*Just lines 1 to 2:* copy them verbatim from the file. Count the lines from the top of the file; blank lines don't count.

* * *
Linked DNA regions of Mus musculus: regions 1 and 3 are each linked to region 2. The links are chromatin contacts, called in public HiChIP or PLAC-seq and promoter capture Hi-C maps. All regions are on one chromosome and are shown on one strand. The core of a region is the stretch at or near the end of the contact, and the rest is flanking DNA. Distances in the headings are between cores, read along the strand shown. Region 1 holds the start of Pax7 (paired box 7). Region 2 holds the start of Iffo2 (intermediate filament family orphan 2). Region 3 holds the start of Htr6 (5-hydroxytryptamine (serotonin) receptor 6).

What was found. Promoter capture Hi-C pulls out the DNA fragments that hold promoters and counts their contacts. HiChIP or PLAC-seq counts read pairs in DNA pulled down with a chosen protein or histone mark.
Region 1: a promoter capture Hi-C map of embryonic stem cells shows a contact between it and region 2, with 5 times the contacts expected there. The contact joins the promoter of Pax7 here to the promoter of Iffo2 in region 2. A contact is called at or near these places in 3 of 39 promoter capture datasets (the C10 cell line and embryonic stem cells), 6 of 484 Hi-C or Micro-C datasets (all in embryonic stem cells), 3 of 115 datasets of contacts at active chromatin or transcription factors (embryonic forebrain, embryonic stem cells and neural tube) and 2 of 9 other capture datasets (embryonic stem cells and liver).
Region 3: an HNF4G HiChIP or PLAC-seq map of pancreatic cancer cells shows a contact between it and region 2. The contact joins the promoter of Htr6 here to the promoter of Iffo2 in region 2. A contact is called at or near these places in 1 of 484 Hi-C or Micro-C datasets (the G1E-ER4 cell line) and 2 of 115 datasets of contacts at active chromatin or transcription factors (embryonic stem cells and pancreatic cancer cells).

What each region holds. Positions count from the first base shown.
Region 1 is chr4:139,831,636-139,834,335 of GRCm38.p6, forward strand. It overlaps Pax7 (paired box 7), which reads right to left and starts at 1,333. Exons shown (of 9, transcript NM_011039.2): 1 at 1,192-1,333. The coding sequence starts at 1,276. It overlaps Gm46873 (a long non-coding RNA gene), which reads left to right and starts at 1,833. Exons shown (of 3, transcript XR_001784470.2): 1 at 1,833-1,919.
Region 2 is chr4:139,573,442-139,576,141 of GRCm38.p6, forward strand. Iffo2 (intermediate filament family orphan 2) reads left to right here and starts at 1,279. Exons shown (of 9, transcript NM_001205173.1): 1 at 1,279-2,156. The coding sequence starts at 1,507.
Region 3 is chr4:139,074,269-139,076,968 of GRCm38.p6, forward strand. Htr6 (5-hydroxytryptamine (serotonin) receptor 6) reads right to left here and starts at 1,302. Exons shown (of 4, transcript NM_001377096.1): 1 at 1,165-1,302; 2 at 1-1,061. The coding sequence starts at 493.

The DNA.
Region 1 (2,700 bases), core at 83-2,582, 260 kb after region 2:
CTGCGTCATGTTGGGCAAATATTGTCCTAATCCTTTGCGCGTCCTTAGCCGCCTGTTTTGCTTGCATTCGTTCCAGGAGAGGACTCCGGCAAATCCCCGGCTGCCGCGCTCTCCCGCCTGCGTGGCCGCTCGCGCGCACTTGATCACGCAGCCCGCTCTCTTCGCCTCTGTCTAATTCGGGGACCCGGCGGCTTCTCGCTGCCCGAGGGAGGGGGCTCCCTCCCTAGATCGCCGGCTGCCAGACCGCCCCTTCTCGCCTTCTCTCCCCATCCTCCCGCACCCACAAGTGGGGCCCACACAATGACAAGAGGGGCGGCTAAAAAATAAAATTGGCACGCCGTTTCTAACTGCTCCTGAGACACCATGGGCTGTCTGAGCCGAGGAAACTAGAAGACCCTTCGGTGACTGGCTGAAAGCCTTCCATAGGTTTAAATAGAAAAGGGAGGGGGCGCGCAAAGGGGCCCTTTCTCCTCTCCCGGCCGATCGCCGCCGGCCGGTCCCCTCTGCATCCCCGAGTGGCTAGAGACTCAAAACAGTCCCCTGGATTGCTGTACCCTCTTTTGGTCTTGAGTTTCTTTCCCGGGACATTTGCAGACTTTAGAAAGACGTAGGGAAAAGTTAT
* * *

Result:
Linked DNA regions of Mus musculus: regions 1 and 3 are each linked to region 2. The links are chromatin contacts, called in public HiChIP or PLAC-seq and promoter capture Hi-C maps. All regions are on one chromosome and are shown on one strand. The core of a region is the stretch at or near the end of the contact, and the rest is flanking DNA. Distances in the headings are between cores, read along the strand shown. Region 1 holds the start of Pax7 (paired box 7). Region 2 holds the start of Iffo2 (intermediate filament family orphan 2). Region 3 holds the start of Htr6 (5-hydroxytryptamine (serotonin) receptor 6).

What was found. Promoter capture Hi-C pulls out the DNA fragments that hold promoters and counts their contacts. HiChIP or PLAC-seq counts read pairs in DNA pulled down with a chosen protein or histone mark.